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„Been in America“: Interviews with German researchers in the USA and Canada

(12/17/20) From January 2018 to January 2020, Dr. Mridul Agrawal conducted a life sciences research project in the field of hematology and oncology as a DFG fellow at the Dana-Farber Cancer Institute, Harvard Medical School. He spoke to the DFG Office North America about the outstanding climate of innovation in Boston, the underlying conditions for successful research in the group led by Prof. Benjamin L. Ebert, planning versus coincidence, music and art – and his skill level at table tennis.

Through its research fellowship program, the DFG supports laying the foundation for academic careers by funding an independent research project abroad and, since 2019, in Germany too. A large proportion of these fellowships are awarded in the USA and, to a lesser extent, in Canada, reflecting the belief – still prevalent in the natural sciences, and life sciences in particular – that for a career in research you have to have “been once in America.”

Today we would like to give you an impression of who is behind DFG funding number AG 252.

Dr. Mridul Agrawal and his fellow researchers at the Dana-Farber Cancer Institute, Harvard Medical School

Dr. Mridul Agrawal and his fellow researchers at the Dana-Farber Cancer Institute, Harvard Medical School

© Mikołaj Słabicki

DFG: Mr. Agrawal, many thanks for taking the time to talk to us. Your curriculum vitae is packed full of fascinating connections and awards, as well as a whole array of career and education stages. Hopefully we’ll be able to explore some of these. On paper, it all looks carefully planned and executed. Were there any career moves that were less a result of your own planning?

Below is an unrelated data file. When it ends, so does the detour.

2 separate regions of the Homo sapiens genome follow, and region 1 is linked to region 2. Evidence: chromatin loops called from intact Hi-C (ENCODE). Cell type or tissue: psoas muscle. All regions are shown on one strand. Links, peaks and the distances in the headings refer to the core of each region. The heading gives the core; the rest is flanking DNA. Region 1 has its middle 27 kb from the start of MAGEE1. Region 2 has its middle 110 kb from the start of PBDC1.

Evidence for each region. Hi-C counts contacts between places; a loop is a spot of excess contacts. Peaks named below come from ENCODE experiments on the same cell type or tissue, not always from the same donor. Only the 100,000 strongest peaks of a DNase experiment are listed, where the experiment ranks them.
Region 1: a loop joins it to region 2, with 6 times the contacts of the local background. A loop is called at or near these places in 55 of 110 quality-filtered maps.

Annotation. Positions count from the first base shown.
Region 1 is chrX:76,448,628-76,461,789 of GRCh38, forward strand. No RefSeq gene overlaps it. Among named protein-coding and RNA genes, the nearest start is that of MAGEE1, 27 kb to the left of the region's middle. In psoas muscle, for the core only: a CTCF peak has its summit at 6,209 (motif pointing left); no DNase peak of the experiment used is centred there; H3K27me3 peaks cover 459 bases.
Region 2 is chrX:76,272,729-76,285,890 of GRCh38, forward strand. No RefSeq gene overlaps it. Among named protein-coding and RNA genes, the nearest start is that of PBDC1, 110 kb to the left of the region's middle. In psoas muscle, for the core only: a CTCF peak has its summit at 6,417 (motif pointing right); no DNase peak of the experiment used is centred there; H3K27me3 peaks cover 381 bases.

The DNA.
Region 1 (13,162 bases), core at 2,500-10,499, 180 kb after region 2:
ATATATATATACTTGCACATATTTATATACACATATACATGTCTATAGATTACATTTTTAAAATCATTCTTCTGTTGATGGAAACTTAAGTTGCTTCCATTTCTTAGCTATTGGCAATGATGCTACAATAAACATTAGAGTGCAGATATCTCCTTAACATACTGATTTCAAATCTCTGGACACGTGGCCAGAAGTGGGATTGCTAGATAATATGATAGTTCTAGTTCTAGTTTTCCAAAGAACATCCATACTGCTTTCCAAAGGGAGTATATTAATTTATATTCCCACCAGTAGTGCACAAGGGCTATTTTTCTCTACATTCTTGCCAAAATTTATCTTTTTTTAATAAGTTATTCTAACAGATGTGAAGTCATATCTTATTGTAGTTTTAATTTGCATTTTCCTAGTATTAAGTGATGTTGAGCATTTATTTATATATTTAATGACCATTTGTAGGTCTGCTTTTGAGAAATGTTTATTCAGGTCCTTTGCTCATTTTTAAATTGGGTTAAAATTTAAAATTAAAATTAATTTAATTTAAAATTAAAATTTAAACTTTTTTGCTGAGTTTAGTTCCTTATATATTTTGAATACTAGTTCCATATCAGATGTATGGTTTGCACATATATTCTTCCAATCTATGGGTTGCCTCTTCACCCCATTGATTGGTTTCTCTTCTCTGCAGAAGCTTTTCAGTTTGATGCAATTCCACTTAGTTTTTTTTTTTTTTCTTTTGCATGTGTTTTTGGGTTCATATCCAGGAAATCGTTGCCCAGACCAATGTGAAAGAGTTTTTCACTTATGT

Dr. Mridul Agrawal

Dr. Mridul Agrawal

© Privat

Mridul Agrawal (AG): First of all, many thanks to the DFG not only for enabling me to do research in the US in the first place but also for giving me this opportunity to reflect and talk about it in a pleasant format. When all this is condensed on paper, it looks much more like planning or even strategy than is actually the case. I don’t really think biographies can be planned or predicted: up to now I've simply had the privilege of being able to follow my interests – and frequently these have led me down paths whose twists and turns I wouldn’t necessarily have been able to predict. I’ve also been lucky enough to find companions and mentors who have inspired me and given me confidence, support and freedom, encouraging me to carry on pursuing my own path. This initial assistance in a number of very different situations has certainly helped me find the courage at other points in my life to make decisions that may seem unconventional at first sight, such as studying health economics parallel to medicine or – as was recently the case – founding a start-up in the field of digital health. My Indian roots certainly have some part to play in my being able to approach the new and unknown with a certain degree of composure, while my German background helps me remain consistent in sticking to a path once chosen.